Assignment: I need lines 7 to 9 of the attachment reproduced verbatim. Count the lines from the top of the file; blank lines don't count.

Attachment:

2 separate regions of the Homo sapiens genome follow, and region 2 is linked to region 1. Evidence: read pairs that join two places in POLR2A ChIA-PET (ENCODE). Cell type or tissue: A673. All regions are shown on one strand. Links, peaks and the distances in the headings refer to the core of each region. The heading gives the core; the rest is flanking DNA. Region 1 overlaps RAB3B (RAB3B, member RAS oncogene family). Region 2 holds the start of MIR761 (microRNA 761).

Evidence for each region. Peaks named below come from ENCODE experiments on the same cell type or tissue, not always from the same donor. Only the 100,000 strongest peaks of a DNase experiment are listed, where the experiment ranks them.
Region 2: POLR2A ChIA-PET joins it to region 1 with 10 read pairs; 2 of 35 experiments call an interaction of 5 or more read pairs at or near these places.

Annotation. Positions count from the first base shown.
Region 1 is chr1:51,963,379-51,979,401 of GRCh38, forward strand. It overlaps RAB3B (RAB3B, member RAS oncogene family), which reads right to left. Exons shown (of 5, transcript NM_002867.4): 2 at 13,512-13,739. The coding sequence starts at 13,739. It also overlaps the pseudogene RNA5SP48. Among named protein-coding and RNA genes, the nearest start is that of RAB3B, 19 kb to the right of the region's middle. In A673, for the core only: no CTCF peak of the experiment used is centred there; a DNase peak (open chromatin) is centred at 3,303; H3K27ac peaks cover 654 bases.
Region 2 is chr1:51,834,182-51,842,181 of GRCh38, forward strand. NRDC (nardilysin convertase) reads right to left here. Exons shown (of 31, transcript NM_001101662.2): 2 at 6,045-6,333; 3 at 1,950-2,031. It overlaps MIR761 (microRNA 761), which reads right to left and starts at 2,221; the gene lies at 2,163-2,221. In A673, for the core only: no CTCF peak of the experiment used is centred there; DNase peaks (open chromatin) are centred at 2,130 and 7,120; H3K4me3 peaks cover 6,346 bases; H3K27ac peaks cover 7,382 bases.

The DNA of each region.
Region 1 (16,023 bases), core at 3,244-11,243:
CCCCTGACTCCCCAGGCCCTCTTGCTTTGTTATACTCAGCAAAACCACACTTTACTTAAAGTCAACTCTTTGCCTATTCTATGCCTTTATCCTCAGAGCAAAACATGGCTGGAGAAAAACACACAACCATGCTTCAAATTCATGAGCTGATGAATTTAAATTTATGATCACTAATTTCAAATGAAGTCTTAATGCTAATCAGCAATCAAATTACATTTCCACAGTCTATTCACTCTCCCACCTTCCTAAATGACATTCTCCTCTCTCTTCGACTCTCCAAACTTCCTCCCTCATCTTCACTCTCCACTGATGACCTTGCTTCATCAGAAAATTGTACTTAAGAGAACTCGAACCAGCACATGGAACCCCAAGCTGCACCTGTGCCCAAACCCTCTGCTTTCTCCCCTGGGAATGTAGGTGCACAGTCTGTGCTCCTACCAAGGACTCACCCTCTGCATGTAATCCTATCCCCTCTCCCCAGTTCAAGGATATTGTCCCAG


The DNA of each region.
Region 1 (16,023 bases), core at 3,244-11,243:
CCCCTGACTCCCCAGGCCCTCTTGCTTTGTTATACTCAGCAAAACCACACTTTACTTAAAGTCAACTCTTTGCCTATTCTATGCCTTTATCCTCAGAGCAAAACATGGCTGGAGAAAAACACACAACCATGCTTCAAATTCATGAGCTGATGAATTTAAATTTATGATCACTAATTTCAAATGAAGTCTTAATGCTAATCAGCAATCAAATTACATTTCCACAGTCTATTCACTCTCCCACCTTCCTAAATGACATTCTCCTCTCTCTTCGACTCTCCAAACTTCCTCCCTCATCTTCACTCTCCACTGATGACCTTGCTTCATCAGAAAATTGTACTTAAGAGAACTCGAACCAGCACATGGAACCCCAAGCTGCACCTGTGCCCAAACCCTCTGCTTTCTCCCCTGGGAATGTAGGTGCACAGTCTGTGCTCCTACCAAGGACTCACCCTCTGCATGTAATCCTATCCCCTCTCCCCAGTTCAAGGATATTGTCCCAG